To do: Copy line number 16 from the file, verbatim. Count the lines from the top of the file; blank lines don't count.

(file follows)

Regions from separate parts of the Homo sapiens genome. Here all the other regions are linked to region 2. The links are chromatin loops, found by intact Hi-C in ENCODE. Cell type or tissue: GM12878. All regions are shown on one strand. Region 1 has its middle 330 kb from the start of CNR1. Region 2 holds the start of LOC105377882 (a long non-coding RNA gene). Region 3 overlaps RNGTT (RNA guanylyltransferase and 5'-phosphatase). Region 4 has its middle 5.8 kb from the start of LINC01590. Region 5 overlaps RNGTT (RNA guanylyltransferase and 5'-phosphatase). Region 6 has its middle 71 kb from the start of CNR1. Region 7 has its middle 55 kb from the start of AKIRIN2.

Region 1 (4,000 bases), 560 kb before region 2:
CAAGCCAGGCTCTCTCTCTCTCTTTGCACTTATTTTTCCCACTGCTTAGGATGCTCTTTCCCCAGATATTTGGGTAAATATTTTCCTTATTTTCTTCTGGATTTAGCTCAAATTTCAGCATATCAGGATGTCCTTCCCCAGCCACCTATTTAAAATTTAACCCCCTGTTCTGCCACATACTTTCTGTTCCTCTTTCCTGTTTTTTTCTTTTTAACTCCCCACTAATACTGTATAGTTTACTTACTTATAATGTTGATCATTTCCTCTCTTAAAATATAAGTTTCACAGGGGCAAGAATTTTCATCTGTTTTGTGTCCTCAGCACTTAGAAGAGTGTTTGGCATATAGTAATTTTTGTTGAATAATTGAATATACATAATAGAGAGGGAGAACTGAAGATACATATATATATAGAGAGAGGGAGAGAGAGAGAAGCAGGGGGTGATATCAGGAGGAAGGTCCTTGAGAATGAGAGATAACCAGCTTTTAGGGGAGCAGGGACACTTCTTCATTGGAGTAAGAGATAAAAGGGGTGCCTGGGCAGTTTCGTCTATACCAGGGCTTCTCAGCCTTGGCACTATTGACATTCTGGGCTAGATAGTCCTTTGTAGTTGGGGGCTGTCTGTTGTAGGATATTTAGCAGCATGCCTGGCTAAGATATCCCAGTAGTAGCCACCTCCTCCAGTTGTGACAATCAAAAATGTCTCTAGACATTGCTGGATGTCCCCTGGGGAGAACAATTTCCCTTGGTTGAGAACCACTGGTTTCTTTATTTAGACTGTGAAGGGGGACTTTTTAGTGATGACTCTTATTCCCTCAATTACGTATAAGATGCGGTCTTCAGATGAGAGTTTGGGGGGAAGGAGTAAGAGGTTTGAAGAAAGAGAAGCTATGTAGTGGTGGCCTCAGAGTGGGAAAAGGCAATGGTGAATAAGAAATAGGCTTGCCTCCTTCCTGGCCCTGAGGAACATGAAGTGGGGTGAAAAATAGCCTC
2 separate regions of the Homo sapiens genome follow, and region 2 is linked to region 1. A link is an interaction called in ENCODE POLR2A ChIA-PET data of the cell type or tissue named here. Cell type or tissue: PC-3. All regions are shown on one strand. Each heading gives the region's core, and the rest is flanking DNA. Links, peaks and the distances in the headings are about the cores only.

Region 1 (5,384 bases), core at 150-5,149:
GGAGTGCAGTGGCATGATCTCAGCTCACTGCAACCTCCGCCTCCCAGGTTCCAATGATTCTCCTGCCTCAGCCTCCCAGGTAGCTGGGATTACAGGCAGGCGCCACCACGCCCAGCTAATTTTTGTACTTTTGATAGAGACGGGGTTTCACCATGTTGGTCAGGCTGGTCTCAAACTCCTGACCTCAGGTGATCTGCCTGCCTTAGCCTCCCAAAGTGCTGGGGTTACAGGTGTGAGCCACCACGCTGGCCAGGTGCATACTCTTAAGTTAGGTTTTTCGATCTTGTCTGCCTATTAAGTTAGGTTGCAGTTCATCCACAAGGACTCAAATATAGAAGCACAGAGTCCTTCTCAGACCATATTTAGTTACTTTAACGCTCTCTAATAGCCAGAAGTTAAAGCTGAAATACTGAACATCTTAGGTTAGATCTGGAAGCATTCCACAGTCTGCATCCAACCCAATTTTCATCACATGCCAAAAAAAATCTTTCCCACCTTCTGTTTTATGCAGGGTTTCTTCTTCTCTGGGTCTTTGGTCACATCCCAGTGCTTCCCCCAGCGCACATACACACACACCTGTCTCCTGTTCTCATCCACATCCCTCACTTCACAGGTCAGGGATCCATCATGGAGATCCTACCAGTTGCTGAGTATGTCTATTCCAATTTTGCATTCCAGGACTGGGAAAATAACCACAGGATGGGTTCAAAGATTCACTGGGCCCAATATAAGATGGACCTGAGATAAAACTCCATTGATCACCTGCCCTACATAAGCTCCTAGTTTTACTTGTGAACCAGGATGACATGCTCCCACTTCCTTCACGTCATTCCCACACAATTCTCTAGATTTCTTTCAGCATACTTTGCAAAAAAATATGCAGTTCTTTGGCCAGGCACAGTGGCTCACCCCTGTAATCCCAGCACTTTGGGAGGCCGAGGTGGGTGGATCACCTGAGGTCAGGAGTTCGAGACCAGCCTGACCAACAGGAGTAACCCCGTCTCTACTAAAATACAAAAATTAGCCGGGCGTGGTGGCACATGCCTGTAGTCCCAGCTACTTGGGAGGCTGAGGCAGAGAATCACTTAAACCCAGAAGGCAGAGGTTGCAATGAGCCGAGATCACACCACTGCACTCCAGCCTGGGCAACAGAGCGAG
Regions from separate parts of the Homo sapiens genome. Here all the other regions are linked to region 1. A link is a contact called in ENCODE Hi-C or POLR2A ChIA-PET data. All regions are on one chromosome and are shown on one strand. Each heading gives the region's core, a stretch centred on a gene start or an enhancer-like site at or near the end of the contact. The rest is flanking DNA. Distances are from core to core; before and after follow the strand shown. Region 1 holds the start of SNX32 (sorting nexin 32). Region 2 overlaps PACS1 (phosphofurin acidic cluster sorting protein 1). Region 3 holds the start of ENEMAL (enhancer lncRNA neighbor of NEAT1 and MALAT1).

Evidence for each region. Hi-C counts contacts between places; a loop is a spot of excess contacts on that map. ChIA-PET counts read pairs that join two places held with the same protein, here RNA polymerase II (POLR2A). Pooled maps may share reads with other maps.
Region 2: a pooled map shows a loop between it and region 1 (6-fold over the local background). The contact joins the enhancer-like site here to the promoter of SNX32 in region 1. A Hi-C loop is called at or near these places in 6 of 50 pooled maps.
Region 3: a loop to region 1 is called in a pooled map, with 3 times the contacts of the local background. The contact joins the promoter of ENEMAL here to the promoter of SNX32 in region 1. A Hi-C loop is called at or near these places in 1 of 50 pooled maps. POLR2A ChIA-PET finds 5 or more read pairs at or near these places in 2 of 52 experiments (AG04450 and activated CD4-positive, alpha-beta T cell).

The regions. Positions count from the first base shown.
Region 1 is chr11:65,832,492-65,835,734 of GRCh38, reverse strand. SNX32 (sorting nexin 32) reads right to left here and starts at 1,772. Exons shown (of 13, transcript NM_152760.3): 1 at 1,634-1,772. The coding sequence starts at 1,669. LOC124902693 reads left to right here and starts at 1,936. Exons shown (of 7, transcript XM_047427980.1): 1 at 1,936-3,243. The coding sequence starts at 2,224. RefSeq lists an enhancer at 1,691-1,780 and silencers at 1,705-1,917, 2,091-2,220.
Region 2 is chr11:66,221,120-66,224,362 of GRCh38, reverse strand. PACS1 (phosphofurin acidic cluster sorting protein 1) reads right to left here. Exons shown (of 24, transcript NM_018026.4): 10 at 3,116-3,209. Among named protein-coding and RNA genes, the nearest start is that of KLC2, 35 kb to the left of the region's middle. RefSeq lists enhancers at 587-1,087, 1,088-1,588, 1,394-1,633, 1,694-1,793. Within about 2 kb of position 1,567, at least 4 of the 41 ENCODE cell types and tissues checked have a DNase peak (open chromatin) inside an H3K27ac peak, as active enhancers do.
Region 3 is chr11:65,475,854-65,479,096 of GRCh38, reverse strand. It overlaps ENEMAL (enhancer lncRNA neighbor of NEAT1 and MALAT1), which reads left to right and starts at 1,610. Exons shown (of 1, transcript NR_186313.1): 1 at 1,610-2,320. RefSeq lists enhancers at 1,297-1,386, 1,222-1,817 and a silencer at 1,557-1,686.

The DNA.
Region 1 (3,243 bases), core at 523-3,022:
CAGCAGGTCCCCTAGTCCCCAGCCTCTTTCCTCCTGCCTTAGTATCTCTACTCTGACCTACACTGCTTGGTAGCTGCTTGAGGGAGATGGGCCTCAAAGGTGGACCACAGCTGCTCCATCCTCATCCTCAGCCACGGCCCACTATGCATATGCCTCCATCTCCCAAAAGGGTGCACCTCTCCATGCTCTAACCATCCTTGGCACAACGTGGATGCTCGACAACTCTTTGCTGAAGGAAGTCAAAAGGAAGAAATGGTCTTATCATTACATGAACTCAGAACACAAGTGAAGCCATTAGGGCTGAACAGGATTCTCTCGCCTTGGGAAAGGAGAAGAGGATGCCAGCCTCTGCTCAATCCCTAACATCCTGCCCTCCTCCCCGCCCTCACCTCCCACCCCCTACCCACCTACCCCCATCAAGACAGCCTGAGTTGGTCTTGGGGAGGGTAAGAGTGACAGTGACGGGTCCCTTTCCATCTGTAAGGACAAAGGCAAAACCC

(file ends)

Region 1 (3,243 bases), core at 523-3,022: